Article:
I start to think that the guys in RedBubble really like me, as for the third time I've been featured in their "Found" section! For who is not familiar to what the "Found" is, it's essentially like the "Explore" on Flickr, which shows some of the best works everyday, but with the big difference that unlike Flickr, where pictures are picked by a mathematical formula based on views, favourites and comments (and sometimes you see awful pictures end up in the Explore while other amazing works get totally ignored), on RedBubble the best works are picked manually by RedBubble stuff, which is kinda nice and you rarely (or never) a bad photo or illustration on their homepage.
Funny story is that for the picture below meant to be totally different from what I thought to do, and I'll probably get to that place another time to shoot what I meant to photograph, but here we go, 5 minutes spent on Lightroom using a preset I did because at that time I was pissed off as it didn't turn how I wanted, and everybody love this photo (apart me).
(Buy it on RedBubble)
A few weeks ago I was looking for the prices for the Samyang 24mm f/1.4 on Amazon, an affordable wide prime lens, when I noticed that just underneath tha lens, it was listed the following lens, the Samyang 24mm T1.5 lens, which is essentially the same lens but for videographers, with a better focus ring. But while it was pretty clear that the T1.5 was related to the max aperture for the lens, I didn't really understand why it was using a weird value (1.5) and why the T and not the usual "f".
The answer is simple: while the f number indicates area of the aperture of the blades, the T value indicates the amount of light that ends on the sensor of our cameras, and because light has to pass through the different pieces of glass in our lens (I didn't want to say lenses of a lens, it sounds weird to me), which reflect and/or absorb light, you will never get the 100% of light transmission, and the T number indicates the real amount of light that ends on the sensor. But as I'm terrible to explain how things works, and I doubt I will ever present an episode of MythBusters, maybe it's better if you just watch the video above, where Matt Granger explains, way better than me, what's the difference between the F Stop and the T Stop number.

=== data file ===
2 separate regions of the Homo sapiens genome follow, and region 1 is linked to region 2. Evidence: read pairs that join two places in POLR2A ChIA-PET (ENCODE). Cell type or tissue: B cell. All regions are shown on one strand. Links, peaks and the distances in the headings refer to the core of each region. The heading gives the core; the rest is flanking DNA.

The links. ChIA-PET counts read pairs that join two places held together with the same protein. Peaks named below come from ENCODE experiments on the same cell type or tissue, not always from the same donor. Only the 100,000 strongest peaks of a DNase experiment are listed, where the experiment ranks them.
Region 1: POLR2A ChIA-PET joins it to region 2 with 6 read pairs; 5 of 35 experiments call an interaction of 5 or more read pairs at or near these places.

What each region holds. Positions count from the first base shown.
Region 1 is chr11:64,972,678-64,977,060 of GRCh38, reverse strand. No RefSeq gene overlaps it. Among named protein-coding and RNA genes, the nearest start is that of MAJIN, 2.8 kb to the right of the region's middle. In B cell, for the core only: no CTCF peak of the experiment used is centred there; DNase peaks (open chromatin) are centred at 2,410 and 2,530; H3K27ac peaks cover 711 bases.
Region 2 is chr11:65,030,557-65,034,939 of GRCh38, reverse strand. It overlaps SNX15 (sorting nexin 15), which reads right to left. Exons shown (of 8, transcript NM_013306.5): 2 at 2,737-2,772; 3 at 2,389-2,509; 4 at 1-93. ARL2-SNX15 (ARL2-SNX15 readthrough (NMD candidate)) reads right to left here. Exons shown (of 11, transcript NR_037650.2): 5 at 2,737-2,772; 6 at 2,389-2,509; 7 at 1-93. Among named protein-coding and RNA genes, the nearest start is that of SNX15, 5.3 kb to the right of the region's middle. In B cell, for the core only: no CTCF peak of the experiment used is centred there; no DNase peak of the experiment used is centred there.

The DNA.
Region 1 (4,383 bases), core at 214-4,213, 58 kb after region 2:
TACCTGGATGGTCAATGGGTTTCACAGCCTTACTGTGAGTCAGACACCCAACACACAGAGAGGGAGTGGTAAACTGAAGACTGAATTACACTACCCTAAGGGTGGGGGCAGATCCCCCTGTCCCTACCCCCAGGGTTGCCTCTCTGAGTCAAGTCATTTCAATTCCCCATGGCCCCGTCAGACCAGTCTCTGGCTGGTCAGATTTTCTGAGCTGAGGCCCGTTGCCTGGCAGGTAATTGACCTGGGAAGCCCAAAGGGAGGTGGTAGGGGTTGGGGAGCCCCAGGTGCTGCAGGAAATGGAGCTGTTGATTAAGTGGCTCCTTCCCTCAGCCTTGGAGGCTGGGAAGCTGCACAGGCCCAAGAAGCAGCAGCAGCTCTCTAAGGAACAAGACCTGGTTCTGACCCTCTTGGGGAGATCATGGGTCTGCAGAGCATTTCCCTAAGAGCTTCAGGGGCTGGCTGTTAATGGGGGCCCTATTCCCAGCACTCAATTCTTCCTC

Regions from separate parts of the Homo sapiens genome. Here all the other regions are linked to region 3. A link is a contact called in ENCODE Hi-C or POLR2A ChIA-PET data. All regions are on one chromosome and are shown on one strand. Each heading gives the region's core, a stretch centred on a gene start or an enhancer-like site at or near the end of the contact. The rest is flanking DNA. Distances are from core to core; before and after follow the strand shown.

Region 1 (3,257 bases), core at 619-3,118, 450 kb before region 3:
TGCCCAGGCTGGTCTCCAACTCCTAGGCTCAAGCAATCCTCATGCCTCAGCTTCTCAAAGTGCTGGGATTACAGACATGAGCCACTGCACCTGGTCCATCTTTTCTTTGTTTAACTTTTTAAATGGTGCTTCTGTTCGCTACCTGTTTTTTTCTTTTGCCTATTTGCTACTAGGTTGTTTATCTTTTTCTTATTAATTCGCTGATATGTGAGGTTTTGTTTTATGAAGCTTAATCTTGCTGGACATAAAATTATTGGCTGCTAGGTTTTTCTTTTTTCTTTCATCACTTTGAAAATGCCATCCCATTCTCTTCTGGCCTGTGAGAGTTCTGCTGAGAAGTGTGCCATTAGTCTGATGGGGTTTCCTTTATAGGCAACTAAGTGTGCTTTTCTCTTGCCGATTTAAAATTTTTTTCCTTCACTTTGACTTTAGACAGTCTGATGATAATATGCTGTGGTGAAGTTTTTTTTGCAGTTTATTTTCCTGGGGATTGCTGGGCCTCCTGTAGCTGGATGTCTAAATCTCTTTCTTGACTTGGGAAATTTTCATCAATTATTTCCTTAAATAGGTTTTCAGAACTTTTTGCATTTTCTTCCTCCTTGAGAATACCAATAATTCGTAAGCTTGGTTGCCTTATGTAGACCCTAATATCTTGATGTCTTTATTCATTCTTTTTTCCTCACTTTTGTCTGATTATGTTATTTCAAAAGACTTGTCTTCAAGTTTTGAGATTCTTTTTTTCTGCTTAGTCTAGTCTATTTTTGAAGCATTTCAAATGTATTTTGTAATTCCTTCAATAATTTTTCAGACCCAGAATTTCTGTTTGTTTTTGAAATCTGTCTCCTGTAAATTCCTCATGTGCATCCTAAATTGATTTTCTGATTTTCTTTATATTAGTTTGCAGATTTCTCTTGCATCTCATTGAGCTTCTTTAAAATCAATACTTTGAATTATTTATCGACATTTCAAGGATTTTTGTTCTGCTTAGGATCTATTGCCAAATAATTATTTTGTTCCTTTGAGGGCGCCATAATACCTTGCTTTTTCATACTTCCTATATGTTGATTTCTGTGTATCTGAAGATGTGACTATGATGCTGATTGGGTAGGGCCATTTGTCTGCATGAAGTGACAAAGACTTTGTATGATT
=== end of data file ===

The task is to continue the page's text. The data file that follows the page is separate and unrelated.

Nerdy moment: I think it's time for a new server. A little guy from far away says "why you don't buy just an external hard drive Alessio?". Because it's not enough. Just to make it clear, I have 3 external hard drives for my first backup, where one is for a general backup, one is for the last year of photos, and one is for all the photos, plus I have an HP microserver (which sound a very expensive thing, but it is not) where it holds 4 hard drives, for a total of 7TB, and where I have a second general copy of all my photos, and this is the current situation of my server space:
As you can see they are pretty full, and bear in mind that I still have to copy the photos I took in the last month. Another voice from far away says "But why you don't delete the rubbish photos, stuff that you never developed, or that you don't care?". Already done my friend, already done...
So I think it way about time to buy a new server, or at least to replace one of the hard drives with a 3TB hard drive, but it's a temporary solution, so I prefer to, how we say in italy, cut the bull's head, and I'm probably going to buy the newer version of the server I'm using at the moment, which is the HP Proliant Microserver N54L, which I can find if for a little bit over 200 euro, and it's a really good machine.
I know, some of you are thinking "I don't really care... show us more photos!". I'll do, but I'm still working on old photos, and for the moment I don't have anything to show you, apart my beautiful girlfriend:
Hopefully tomorrow I'll find the force to get the fuck out and go to take some snaps, so stay tuned!
A fellow photographer just sent me a photo of the photo release you have to sign before the show of Public Image Ltd.
As usual, we get a nice copyright grabber line: "These photographs can indefinitely be used by PiL Official Ltd / JRJL Productions for all commercial and non-commercial purposes".
What about no? What about I will never photograph any of your show?
Thanks to Sean Conroy for the photo.